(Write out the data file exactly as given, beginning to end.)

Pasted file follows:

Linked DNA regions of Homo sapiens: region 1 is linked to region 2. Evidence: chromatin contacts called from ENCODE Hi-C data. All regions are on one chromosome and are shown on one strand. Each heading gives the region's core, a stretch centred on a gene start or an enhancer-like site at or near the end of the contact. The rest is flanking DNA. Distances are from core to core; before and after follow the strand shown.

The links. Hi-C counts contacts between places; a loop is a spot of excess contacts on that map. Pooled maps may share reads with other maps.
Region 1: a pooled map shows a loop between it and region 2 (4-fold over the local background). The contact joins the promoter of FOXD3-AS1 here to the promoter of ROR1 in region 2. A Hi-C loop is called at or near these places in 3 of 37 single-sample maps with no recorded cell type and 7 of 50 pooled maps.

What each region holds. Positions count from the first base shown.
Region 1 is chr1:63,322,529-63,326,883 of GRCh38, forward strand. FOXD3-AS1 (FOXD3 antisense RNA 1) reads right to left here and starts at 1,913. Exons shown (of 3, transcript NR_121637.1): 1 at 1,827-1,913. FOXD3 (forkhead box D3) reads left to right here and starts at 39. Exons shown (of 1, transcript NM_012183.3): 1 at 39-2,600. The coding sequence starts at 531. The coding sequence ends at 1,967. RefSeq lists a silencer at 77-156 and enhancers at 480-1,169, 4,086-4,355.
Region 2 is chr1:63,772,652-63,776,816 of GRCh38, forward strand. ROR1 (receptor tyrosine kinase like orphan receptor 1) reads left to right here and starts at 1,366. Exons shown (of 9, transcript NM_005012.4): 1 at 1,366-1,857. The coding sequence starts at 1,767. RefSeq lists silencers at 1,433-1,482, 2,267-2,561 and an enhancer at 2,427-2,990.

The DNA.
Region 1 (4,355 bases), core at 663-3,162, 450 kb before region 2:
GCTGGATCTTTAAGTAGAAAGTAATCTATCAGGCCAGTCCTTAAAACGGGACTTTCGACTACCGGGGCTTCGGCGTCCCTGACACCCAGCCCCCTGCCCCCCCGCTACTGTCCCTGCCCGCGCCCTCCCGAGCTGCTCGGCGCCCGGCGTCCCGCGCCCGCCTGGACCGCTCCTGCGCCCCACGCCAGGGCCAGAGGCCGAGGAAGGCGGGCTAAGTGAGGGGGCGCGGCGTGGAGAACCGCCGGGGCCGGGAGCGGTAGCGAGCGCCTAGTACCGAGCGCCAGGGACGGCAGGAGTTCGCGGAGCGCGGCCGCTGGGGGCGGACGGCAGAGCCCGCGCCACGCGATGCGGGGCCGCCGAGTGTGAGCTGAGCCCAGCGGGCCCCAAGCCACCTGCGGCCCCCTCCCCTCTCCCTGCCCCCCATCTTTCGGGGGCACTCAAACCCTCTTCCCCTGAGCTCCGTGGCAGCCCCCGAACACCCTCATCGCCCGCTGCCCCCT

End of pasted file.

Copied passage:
Linked DNA regions of Homo sapiens: region 1 is linked to region 2. Evidence: chromatin contacts called from ENCODE Hi-C data. All regions are on one chromosome and are shown on one strand. Each heading gives the region's core, a stretch centred on a gene start or an enhancer-like site at or near the end of the contact. The rest is flanking DNA. Distances are from core to core; before and after follow the strand shown.

The links. Hi-C counts contacts between places; a loop is a spot of excess contacts on that map. Pooled maps may share reads with other maps.
Region 1: a pooled map shows a loop between it and region 2 (4-fold over the local background). The contact joins the promoter of FOXD3-AS1 here to the promoter of ROR1 in region 2. A Hi-C loop is called at or near these places in 3 of 37 single-sample maps with no recorded cell type and 7 of 50 pooled maps.

What each region holds. Positions count from the first base shown.
Region 1 is chr1:63,322,529-63,326,883 of GRCh38, forward strand. FOXD3-AS1 (FOXD3 antisense RNA 1) reads right to left here and starts at 1,913. Exons shown (of 3, transcript NR_121637.1): 1 at 1,827-1,913. FOXD3 (forkhead box D3) reads left to right here and starts at 39. Exons shown (of 1, transcript NM_012183.3): 1 at 39-2,600. The coding sequence starts at 531. The coding sequence ends at 1,967. RefSeq lists a silencer at 77-156 and enhancers at 480-1,169, 4,086-4,355.
Region 2 is chr1:63,772,652-63,776,816 of GRCh38, forward strand. ROR1 (receptor tyrosine kinase like orphan receptor 1) reads left to right here and starts at 1,366. Exons shown (of 9, transcript NM_005012.4): 1 at 1,366-1,857. The coding sequence starts at 1,767. RefSeq lists silencers at 1,433-1,482, 2,267-2,561 and an enhancer at 2,427-2,990.

The DNA.
Region 1 (4,355 bases), core at 663-3,162, 450 kb before region 2:
GCTGGATCTTTAAGTAGAAAGTAATCTATCAGGCCAGTCCTTAAAACGGGACTTTCGACTACCGGGGCTTCGGCGTCCCTGACACCCAGCCCCCTGCCCCCCCGCTACTGTCCCTGCCCGCGCCCTCCCGAGCTGCTCGGCGCCCGGCGTCCCGCGCCCGCCTGGACCGCTCCTGCGCCCCACGCCAGGGCCAGAGGCCGAGGAAGGCGGGCTAAGTGAGGGGGCGCGGCGTGGAGAACCGCCGGGGCCGGGAGCGGTAGCGAGCGCCTAGTACCGAGCGCCAGGGACGGCAGGAGTTCGCGGAGCGCGGCCGCTGGGGGCGGACGGCAGAGCCCGCGCCACGCGATGCGGGGCCGCCGAGTGTGAGCTGAGCCCAGCGGGCCCCAAGCCACCTGCGGCCCCCTCCCCTCTCCCTGCCCCCCATCTTTCGGGGGCACTCAAACCCTCTTCCCCTGAGCTCCGTGGCAGCCCCCGAACACCCTCATCGCCCGCTGCCCCCT